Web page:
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This is a powerful image that takes me straight back to standing on the cliffs edge that summer afternoon. It had been raining in the Greater Sydney area for most of that weekend. The falls had plenty of water plummeting down, meeting the ocean below. I remember being quite obsessed over dramatic, wide angle scenes at the time. Naturally, after seeing Will Patino’s image of this place I was hit with a surge of inspiration. Throwing my camera bag in the boot, I made the 1.5hr drive south. Knowing that I wanted to find a unique angle of the falls, I departed quite early. This allowed me to scout the area for a good two hours before the light came come close to what you see in the final photograph. Creativity requires presence. If your mind is thrown into an overwhelming environment at least give it a chance to take it all in! As I’ve discovered the hard way, there’s no worse feeling than arriving hot, stressed and sweaty to a location you’ve never shot before. Especially when paired with unique conditions.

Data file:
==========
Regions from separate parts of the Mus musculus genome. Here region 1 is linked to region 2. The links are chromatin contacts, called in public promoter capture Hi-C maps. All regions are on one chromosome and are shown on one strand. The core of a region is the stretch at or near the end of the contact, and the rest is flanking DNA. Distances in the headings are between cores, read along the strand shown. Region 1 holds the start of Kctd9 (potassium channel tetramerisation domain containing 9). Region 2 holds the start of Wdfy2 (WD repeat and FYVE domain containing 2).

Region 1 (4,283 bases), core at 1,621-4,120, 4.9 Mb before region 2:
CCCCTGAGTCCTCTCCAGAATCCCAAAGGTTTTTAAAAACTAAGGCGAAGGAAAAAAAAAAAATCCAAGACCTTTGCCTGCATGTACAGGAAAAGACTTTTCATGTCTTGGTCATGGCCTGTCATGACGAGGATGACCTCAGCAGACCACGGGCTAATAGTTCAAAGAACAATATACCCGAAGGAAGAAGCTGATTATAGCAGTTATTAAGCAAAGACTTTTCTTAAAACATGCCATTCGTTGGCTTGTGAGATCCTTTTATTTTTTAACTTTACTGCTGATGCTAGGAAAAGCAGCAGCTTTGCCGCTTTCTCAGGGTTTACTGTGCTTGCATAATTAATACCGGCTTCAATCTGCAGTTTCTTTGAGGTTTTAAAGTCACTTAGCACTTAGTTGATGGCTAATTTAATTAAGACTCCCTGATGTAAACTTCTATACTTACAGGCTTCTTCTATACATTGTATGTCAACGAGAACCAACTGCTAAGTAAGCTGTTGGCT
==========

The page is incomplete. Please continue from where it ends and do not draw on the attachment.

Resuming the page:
For the first hour upon arrival, I slowly edged my way south along the escarpment while using my phone camera to find possible compositions. The raw power of the ocean beneath me became ever so obvious. A pending sense of excitement with a dash of fear filled my chest. High, wispy clouds began to form in the western sky. It was at this moment that I knew the ocean itself would be a key focus of the final frame. I soon discovered a small alcove just in front of the waterfalls. It allowed me to physically see the streams journey downward, from cliffs edge to the furious ocean below. Just what I was looking for! Next came composing the actual image, which was somewhat difficult considering the circumstances. By tentatively leaning over the cliffs edge I was able to emphasize the waterfalls in the foreground, however this was somewhat impossible to manage with a tripod. The compromise was to take several images in quick succession, handheld (and blend them in post). Once I had an idea for the final image, it was simply a matter of waiting.

Test composition taken on phone camera